“It was October 1990 when I was finishing up the recording,” he said. “I was going to put it out as maybe a four-song cassette for the Christmas season 1991, so this was a bit late. However, where I was recording, Ultrasonic [Studios] in New Orleans — sort of a big-time studio at the time, all flooded out by [Hurricane] Katrina, all gone — used to put out a newsletter every couple of weeks, and they did. … And some other papers around the country picked it up: Miami Herald, Chicago Tribune and, of course, our local newspaper here, The Times-Picayune. So, well, I got to hurry up, so I printed my own little cards at a Kinko’s printing shop and had the cassettes made up quick in Nashville. And it came out, and they just started selling like crazy instantly. Got local big-time radio play on all the local rock Top-40 stations, and the rest is kind of history.”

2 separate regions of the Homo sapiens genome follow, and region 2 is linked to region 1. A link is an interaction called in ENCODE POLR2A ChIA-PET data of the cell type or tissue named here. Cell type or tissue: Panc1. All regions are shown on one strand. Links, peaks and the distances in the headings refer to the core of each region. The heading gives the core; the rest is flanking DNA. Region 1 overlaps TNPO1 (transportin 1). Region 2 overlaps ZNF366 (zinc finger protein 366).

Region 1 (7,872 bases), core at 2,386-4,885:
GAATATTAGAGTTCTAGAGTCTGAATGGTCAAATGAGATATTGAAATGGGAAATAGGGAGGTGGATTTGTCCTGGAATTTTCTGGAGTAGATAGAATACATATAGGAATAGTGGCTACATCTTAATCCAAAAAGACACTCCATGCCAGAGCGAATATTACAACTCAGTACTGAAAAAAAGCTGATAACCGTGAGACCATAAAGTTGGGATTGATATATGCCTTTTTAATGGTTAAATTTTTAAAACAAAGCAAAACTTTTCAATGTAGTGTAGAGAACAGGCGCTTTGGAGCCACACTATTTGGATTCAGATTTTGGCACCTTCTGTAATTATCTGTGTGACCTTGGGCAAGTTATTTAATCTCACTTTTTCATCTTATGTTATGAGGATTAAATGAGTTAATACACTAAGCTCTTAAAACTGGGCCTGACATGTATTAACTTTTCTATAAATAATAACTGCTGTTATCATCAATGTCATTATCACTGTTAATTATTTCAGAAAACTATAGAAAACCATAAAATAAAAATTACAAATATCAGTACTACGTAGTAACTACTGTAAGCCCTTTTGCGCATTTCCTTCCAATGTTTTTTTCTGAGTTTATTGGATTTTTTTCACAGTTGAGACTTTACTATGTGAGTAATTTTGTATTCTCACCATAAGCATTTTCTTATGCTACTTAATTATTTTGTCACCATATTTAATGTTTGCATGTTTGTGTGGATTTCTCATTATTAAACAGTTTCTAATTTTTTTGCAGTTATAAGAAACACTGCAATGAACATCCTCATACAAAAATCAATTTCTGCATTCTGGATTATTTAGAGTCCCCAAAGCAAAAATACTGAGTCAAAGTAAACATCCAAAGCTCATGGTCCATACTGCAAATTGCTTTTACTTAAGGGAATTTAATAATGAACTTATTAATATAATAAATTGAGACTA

Grunch still has the original manuscript for the song, even though it was damaged by Katrina. Since “12 Yats,” there have been numerous other local hits, including “Ain’t There No More” about stores in NOLA that are no longer around. This one became an anthem after Katrina. There was also “Santa and His Reindeer Used to Live Right Here” and the aforementioned “Ain’t No Place to Be on Mardi Gras Day.”

“So that’s four pretty solid [songs], really big still in New Orleans,” he said. “Plus I have lots of satellite hits that go along with the ’12 Yats of Christmas.'”

Because his repertoire leans toward Christmas fare, Grunch is a busy man in December. For example, in December 2016, he completed 27 gigs in that month alone. It doesn’t hurt that he has a dependable band.

“It’s just bass, guitar, drums and our original girl singer, Kathy Savoie, who I’ve known since 1965, and, you know, there’s different grades of a gig,” he said of their touring schedule. “You can call them a #10 all the way down to a #1. French Quarter Fest is terrific. All the equipment is there. It’s all set up like a big concert venue. … It’s in New Orleans’ most famous square, Jackson Square on the river right in front of St. Louis Cathedral, and that is a #9 or #10 every year when the weather is good. Of course, if it’s raining hard, it can get knocked down to a #7 or so.”